Similar requirements for other insurance products
The Supervisor’s best practices are based on those listed for capitalization and life insurance products in terms of product governance, distribution strategy, remuneration policy and management of conflicts of interest, and internal control procedures, but they have been adapted to this type of insurance product by providing concrete examples.
Product governance: monitoring insurance products throughout their life cycle
In terms of product governance, the introduction of an analysis grid with objective criteria is required only for product adaptations, and not from the design stage onwards.
Designers must be able to justify whether the modifications implemented are significant. This applies to the following modifications:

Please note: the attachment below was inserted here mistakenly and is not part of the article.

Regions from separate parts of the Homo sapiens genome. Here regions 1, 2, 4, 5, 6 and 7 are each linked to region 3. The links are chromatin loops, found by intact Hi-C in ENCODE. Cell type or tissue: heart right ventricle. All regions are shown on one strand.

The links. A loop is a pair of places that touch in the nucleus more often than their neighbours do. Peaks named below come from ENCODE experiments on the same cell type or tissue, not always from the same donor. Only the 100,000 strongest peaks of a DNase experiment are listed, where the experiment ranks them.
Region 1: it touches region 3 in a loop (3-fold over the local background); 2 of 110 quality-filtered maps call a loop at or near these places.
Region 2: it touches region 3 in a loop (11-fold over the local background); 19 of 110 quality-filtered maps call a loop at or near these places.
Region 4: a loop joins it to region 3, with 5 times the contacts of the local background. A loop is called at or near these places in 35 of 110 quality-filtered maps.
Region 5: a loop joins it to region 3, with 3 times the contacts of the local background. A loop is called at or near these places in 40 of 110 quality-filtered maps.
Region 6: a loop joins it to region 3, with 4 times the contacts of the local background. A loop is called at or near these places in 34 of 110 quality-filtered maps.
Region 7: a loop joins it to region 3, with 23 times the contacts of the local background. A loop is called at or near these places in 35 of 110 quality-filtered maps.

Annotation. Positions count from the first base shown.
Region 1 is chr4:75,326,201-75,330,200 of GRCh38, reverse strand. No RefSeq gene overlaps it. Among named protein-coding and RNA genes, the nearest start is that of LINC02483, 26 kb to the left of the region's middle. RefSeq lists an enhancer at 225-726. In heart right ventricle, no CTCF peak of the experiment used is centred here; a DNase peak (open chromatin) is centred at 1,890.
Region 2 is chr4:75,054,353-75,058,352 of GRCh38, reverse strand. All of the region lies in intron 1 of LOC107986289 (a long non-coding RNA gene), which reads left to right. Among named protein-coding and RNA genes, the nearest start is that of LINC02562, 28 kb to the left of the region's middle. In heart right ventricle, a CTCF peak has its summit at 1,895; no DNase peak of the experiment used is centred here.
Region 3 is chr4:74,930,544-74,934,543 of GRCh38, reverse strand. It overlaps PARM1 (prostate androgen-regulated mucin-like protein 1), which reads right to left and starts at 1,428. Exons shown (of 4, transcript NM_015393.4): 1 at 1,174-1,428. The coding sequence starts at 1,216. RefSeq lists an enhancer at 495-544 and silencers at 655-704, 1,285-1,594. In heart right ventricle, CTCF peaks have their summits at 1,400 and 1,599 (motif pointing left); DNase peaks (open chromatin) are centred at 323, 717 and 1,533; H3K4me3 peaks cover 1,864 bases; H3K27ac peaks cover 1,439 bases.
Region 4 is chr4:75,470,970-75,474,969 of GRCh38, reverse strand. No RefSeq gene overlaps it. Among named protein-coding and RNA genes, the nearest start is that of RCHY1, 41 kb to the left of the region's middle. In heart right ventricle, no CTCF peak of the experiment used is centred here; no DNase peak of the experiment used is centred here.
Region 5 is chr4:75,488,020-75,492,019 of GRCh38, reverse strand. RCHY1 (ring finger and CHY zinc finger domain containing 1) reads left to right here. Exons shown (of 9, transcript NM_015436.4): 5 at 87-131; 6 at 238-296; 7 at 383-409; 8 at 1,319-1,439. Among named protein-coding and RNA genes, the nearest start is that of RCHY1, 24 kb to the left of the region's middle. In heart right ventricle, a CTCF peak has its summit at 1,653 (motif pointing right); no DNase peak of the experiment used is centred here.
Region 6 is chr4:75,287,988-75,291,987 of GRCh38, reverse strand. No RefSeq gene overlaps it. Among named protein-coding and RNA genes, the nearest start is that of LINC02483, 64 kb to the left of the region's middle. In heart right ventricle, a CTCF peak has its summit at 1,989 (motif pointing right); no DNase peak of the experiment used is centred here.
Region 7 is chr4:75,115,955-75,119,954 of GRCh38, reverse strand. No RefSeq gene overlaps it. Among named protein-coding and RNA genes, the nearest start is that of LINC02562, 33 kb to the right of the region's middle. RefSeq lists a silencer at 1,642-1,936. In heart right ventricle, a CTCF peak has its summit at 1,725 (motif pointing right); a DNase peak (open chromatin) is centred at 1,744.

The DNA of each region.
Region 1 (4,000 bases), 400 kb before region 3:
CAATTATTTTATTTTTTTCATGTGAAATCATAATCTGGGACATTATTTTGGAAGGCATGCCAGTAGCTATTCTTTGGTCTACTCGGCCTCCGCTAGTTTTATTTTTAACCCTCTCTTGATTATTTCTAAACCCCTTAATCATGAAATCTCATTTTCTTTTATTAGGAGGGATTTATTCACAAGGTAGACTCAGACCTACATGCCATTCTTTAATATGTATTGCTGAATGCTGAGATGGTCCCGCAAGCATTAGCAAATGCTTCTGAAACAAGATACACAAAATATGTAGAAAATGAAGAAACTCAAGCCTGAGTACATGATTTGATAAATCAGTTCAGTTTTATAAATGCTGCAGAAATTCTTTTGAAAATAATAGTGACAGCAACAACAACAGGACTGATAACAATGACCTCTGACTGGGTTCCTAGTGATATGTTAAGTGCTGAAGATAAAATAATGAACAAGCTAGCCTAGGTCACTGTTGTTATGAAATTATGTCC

- The addition, modification or deletion of a warranty, a warranty condition or a warranty exclusion;
- Changes to product pricing, loyalty guarantees and contractual terms and conditions for calculating and allocating profit-sharing;
- Changes relating to the scope of compensation (including deductibles and ceilings);
- The addition, modification or removal of a lapse in coverage;
- Rate changes that do not result from an indexation clause.
Tests and monitoring must also be carried out throughout the product cycle, to ensure that the product continues to be of interest to the customer.
Distribution strategy and selection of direct distributors based on compliance criteria